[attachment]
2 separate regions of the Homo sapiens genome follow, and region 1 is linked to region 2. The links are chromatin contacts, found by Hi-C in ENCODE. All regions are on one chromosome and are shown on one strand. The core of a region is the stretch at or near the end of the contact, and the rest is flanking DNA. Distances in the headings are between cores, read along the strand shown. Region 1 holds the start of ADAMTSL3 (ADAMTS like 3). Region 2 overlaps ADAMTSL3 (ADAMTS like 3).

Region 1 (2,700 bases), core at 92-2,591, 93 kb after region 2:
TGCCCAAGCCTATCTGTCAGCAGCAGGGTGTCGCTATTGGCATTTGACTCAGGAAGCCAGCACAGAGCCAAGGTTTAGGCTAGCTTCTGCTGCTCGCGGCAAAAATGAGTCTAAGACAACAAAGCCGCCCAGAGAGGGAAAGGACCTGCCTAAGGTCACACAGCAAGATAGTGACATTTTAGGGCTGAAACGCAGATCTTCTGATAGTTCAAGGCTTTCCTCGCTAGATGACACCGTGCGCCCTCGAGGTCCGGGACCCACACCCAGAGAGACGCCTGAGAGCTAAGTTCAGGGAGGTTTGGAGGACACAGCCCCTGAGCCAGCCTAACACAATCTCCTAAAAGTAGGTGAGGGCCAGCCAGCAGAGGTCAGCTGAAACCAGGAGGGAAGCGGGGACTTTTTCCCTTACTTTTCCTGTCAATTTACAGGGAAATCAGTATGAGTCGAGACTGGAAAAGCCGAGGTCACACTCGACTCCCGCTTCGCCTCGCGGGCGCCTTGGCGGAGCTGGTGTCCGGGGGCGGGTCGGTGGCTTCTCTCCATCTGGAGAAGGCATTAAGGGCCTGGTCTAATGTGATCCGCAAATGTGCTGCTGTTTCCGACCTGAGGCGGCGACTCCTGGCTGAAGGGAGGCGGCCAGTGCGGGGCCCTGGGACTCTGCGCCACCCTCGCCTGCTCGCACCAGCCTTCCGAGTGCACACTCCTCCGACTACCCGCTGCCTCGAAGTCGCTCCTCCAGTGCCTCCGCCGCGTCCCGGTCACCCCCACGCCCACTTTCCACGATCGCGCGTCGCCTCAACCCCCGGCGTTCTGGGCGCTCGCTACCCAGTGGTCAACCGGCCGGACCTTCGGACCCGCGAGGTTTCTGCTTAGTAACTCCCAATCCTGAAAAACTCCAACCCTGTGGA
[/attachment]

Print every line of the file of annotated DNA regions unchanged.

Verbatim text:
2 separate regions of the Homo sapiens genome follow, and region 1 is linked to region 2. The links are chromatin contacts, found by Hi-C in ENCODE. All regions are on one chromosome and are shown on one strand. The core of a region is the stretch at or near the end of the contact, and the rest is flanking DNA. Distances in the headings are between cores, read along the strand shown. Region 1 holds the start of ADAMTSL3 (ADAMTS like 3). Region 2 overlaps ADAMTSL3 (ADAMTS like 3).

Region 1 (2,700 bases), core at 92-2,591, 93 kb after region 2:
TGCCCAAGCCTATCTGTCAGCAGCAGGGTGTCGCTATTGGCATTTGACTCAGGAAGCCAGCACAGAGCCAAGGTTTAGGCTAGCTTCTGCTGCTCGCGGCAAAAATGAGTCTAAGACAACAAAGCCGCCCAGAGAGGGAAAGGACCTGCCTAAGGTCACACAGCAAGATAGTGACATTTTAGGGCTGAAACGCAGATCTTCTGATAGTTCAAGGCTTTCCTCGCTAGATGACACCGTGCGCCCTCGAGGTCCGGGACCCACACCCAGAGAGACGCCTGAGAGCTAAGTTCAGGGAGGTTTGGAGGACACAGCCCCTGAGCCAGCCTAACACAATCTCCTAAAAGTAGGTGAGGGCCAGCCAGCAGAGGTCAGCTGAAACCAGGAGGGAAGCGGGGACTTTTTCCCTTACTTTTCCTGTCAATTTACAGGGAAATCAGTATGAGTCGAGACTGGAAAAGCCGAGGTCACACTCGACTCCCGCTTCGCCTCGCGGGCGCCTTGGCGGAGCTGGTGTCCGGGGGCGGGTCGGTGGCTTCTCTCCATCTGGAGAAGGCATTAAGGGCCTGGTCTAATGTGATCCGCAAATGTGCTGCTGTTTCCGACCTGAGGCGGCGACTCCTGGCTGAAGGGAGGCGGCCAGTGCGGGGCCCTGGGACTCTGCGCCACCCTCGCCTGCTCGCACCAGCCTTCCGAGTGCACACTCCTCCGACTACCCGCTGCCTCGAAGTCGCTCCTCCAGTGCCTCCGCCGCGTCCCGGTCACCCCCACGCCCACTTTCCACGATCGCGCGTCGCCTCAACCCCCGGCGTTCTGGGCGCTCGCTACCCAGTGGTCAACCGGCCGGACCTTCGGACCCGCGAGGTTTCTGCTTAGTAACTCCCAATCCTGAAAAACTCCAACCCTGTGGA